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Barack Obama promised to end torture. He’s largely come through on this promise, but one vestige of the Bush-era torture program remains: force feeding at Guantánamo. Meg Laughlin of the St. Petersburg Times takes the Gitmo show tour and delivers a report bubbling with irony:
The doctor in charge of the Guantanamo prison hospital says he’s “extremely proud” to be there, but he won’t give his name. A pale man with auburn hair in his 50s, he tells us he’s an internist from Jacksonville and to call him “Smo” — for senior medical officer. The head nurse says to call her “Audi” — like the car. Forgive them if they gush, they say, as we walk through the shiny hospital, but they are “bowled over” by the quality of care for the prison’s 240 detainees. The hospital is a regular stop on the media tour of Guantanamo, which, the military has gone to great lengths to convince the world, is operating in a “safe, humane, legal and transparent” manner despite previous stories. But seeing patients is impossible, Smo tells us, even with their permission in hand. Instead we’re led through the empty X-ray room and the endoscopy lab, while a noise machine gurgles loudly in the background. Audi tells the four reporters on the media tour that the noise machine helps sick inmates rest. FBI reports, available to anyone with an Internet connection, say it was once used for sensory deprivation during interrogations. We ask about the rail-thin Yemeni detainee, 31, whose death was widely reported the week before. Didn’t he die in the hospital? “Can’t talk about it because it’s under investigation,” Smo says. We ask about the daily forced-feeding of a few dozen hunger strikers who are protesting years in isolation. Three former detainees have told me the procedure is “sadistic” because of the restraint chair and how the tube is jammed in and jerked out.
Smo objects to that characterization, preferring to describe the sessions as “endearing” because detainees report “their brothers who are starving themselves to help each other.”
In the Oscar-winning documentary Taxi to the Dark Side, director Alex Gibney took his viewers on an official tour of Gitmo to the accompaniment of mocking music at a quickened pace. He pointed to the comic crudeness with which America’s place of shame was being marketed to the world. Now regime change has come to Washington, and notwithstanding a promise to close Gitmo, procedures there seem essentially untouched. Most likely that’s the product of forces within the military who fear the consequences of their abusive conduct and therefore refuse to admit that anything is wrong, like the doctor who’s so “proud” of his work that he refuses to disclose his name. But maybe the American public needs to know the identity of all those health care professionals who, in the guise of offering medical support to prisoners, actually tortured them. After all, would you want to be treated by a physician who understands his vocation to include torturing patients? Would you want a loved one to come within his or her care? And shouldn’t Americans be free to choose? Are the applicable professional ethics bodies taking a look at what is going on under the guise of “force feeding,” in clear violation of the ethical standards of the medical profession?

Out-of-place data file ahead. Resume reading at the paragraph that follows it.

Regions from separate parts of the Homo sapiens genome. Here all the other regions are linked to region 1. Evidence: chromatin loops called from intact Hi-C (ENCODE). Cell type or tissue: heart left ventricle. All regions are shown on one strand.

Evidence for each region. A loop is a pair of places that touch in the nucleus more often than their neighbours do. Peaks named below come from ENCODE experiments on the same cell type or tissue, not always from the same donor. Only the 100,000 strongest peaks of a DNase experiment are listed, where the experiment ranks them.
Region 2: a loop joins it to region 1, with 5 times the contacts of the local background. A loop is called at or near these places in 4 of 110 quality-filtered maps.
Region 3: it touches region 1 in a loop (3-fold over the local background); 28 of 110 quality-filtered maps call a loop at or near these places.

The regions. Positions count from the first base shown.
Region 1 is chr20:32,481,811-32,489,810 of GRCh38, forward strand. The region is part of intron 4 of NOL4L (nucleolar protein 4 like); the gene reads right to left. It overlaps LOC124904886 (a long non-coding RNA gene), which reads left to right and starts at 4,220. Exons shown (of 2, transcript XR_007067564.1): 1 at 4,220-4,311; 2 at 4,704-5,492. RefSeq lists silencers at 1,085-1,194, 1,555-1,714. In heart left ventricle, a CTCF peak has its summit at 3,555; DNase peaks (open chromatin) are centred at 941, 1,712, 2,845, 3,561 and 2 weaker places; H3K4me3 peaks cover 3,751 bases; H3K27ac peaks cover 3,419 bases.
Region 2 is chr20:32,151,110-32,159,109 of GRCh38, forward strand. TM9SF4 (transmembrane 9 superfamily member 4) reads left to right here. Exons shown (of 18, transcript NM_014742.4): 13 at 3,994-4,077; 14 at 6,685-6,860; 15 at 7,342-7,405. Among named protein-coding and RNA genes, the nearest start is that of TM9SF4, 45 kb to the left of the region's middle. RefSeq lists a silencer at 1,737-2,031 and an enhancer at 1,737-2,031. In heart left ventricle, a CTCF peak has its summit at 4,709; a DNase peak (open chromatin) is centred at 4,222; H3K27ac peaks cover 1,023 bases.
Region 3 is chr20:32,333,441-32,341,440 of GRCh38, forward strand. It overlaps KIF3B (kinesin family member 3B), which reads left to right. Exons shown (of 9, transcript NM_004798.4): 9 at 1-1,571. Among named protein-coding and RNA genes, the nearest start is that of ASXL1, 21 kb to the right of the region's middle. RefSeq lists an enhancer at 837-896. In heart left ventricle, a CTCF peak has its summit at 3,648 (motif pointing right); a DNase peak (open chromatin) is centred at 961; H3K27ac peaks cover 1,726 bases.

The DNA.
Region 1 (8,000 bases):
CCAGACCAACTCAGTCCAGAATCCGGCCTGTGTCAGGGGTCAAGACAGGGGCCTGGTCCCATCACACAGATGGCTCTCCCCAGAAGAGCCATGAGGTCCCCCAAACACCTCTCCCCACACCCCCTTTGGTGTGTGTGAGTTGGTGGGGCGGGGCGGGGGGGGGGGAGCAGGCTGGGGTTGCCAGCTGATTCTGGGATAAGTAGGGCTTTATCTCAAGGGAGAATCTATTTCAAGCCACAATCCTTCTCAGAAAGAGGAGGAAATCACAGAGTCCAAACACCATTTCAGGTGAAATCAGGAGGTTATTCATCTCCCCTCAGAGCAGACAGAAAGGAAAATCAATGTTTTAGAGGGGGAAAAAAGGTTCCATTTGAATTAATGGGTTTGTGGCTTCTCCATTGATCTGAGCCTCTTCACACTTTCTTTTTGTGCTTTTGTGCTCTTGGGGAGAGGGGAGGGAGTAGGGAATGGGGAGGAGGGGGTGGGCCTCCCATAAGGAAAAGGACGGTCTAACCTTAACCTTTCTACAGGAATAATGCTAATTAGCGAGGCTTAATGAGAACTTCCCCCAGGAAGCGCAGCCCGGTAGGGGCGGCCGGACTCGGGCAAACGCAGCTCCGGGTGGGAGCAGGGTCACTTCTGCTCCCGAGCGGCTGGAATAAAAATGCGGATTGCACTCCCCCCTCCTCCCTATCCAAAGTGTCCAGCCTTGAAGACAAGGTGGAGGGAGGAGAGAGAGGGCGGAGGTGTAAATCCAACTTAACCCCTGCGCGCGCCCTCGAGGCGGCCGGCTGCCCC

The definitive word about the still ongoing use of torture at Gitmo is to be found in Luke Mitchell’s article, “We Still Torture.” Read it and ask yourself if this is “change we can believe in.”
More from Scott Horton:
Conversation — August 5, 2016, 12:08 pm
Sidney Blumenthal on the origins of the Republican Party, the fallout from Clinton’s emails, and his new biography of Abraham Lincoln
Conversation — March 30, 2016, 3:44 pm
Joseph Hickman discusses his new book, The Burn Pits, which tells the story of thousands of U.S. soldiers who, after returning from Iraq and Afghanistan, have developed rare cancers and respiratory diseases.
Flor Arely Sánchez had been in bed with a fever and pains throughout her body for three days when a July thunderstorm broke over the mountainside. She got nervous when bolts of light flashed in the sky. Lightning strikes the San Julián region of western El Salvador several times a year, and her neighbors fear storms more than they fear the march of diseases — first dengue, then chikungunya, now Zika. Flor worried about a lot of things, since she was pregnant.
Late in the afternoon, when the pains had somewhat eased, Flor thought she might go to a dammed-up bit of the river near her house to bathe. She is thirty-five and has lived in the same place all her life, where wrinkled hills are planted with corn, beans, and fruit trees. She took a towel and soap and walked out into the rain. Halfway to the river, the pains returned and overcame her. The next thing Flor remembers, she was in a room she didn’t recognize, unable to move. As she soon discovered, she was in a hospital, her ankle cuffed to the bed, and she was being investigated for abortion.
Average duration of a Japanese prime minister’s tenure since August 1993, in months:
Brain shrinkage has no effect on cognition.
An Indianapolis fertility doctor was accused of using his own sperm to artificially inseminate patients, and a Delaware man pleaded guilty to fatally stabbing his former psychiatrist.
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“Matt was happy enough to sustain himself on the detritus of a world he saw as careening toward self-destruction, and equally happy to scam a government he despised. 'I’m glad everyone’s so wasteful,' he told me. 'It supports my lifestyle.'”